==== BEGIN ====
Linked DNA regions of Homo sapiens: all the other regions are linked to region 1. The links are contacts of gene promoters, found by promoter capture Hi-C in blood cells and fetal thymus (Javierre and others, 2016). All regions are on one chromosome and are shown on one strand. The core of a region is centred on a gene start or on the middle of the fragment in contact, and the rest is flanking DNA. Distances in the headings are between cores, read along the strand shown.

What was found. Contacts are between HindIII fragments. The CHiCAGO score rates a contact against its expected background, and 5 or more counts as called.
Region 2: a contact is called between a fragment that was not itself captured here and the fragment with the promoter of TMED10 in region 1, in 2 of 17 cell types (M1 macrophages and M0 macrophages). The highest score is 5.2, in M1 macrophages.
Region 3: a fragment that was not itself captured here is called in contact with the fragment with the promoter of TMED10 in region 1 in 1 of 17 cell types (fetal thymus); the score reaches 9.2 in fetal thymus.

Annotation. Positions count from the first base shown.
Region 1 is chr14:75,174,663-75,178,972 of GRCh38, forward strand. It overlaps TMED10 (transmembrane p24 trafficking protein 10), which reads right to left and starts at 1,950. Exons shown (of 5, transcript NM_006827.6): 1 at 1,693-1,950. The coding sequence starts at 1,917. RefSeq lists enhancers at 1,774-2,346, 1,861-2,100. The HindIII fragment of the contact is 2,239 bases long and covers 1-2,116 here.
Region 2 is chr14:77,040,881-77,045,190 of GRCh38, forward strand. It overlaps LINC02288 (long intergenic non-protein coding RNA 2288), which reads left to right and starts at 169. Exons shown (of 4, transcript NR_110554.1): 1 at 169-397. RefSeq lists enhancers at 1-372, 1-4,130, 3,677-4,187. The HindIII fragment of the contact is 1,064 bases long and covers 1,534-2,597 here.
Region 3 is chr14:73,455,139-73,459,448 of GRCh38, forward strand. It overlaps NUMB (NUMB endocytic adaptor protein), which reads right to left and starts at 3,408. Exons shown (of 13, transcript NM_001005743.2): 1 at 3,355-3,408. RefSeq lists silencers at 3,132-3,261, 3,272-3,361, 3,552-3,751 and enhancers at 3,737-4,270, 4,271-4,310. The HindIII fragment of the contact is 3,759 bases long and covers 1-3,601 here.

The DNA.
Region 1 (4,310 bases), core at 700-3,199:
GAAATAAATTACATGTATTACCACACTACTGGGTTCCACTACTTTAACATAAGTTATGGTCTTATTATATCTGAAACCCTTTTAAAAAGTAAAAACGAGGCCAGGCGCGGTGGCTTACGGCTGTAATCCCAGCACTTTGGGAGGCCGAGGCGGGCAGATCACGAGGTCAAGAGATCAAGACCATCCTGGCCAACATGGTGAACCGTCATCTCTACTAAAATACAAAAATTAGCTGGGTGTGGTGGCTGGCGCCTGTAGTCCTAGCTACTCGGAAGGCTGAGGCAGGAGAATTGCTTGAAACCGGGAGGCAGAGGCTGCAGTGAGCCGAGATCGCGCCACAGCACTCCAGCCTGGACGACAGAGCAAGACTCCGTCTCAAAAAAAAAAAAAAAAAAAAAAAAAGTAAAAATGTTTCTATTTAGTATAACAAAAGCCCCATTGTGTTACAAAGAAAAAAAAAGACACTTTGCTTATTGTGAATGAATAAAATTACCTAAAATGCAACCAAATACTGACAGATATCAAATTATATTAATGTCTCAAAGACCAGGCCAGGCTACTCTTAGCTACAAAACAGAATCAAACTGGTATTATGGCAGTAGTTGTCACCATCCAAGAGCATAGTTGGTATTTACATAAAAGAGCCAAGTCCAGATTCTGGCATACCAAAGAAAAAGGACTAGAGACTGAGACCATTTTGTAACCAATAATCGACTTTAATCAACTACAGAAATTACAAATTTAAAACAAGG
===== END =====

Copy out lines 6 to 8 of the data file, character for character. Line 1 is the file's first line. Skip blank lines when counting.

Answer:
Region 1 is chr14:75,174,663-75,178,972 of GRCh38, forward strand. It overlaps TMED10 (transmembrane p24 trafficking protein 10), which reads right to left and starts at 1,950. Exons shown (of 5, transcript NM_006827.6): 1 at 1,693-1,950. The coding sequence starts at 1,917. RefSeq lists enhancers at 1,774-2,346, 1,861-2,100. The HindIII fragment of the contact is 2,239 bases long and covers 1-2,116 here.
Region 2 is chr14:77,040,881-77,045,190 of GRCh38, forward strand. It overlaps LINC02288 (long intergenic non-protein coding RNA 2288), which reads left to right and starts at 169. Exons shown (of 4, transcript NR_110554.1): 1 at 169-397. RefSeq lists enhancers at 1-372, 1-4,130, 3,677-4,187. The HindIII fragment of the contact is 1,064 bases long and covers 1,534-2,597 here.
Region 3 is chr14:73,455,139-73,459,448 of GRCh38, forward strand. It overlaps NUMB (NUMB endocytic adaptor protein), which reads right to left and starts at 3,408. Exons shown (of 13, transcript NM_001005743.2): 1 at 3,355-3,408. RefSeq lists silencers at 3,132-3,261, 3,272-3,361, 3,552-3,751 and enhancers at 3,737-4,270, 4,271-4,310. The HindIII fragment of the contact is 3,759 bases long and covers 1-3,601 here.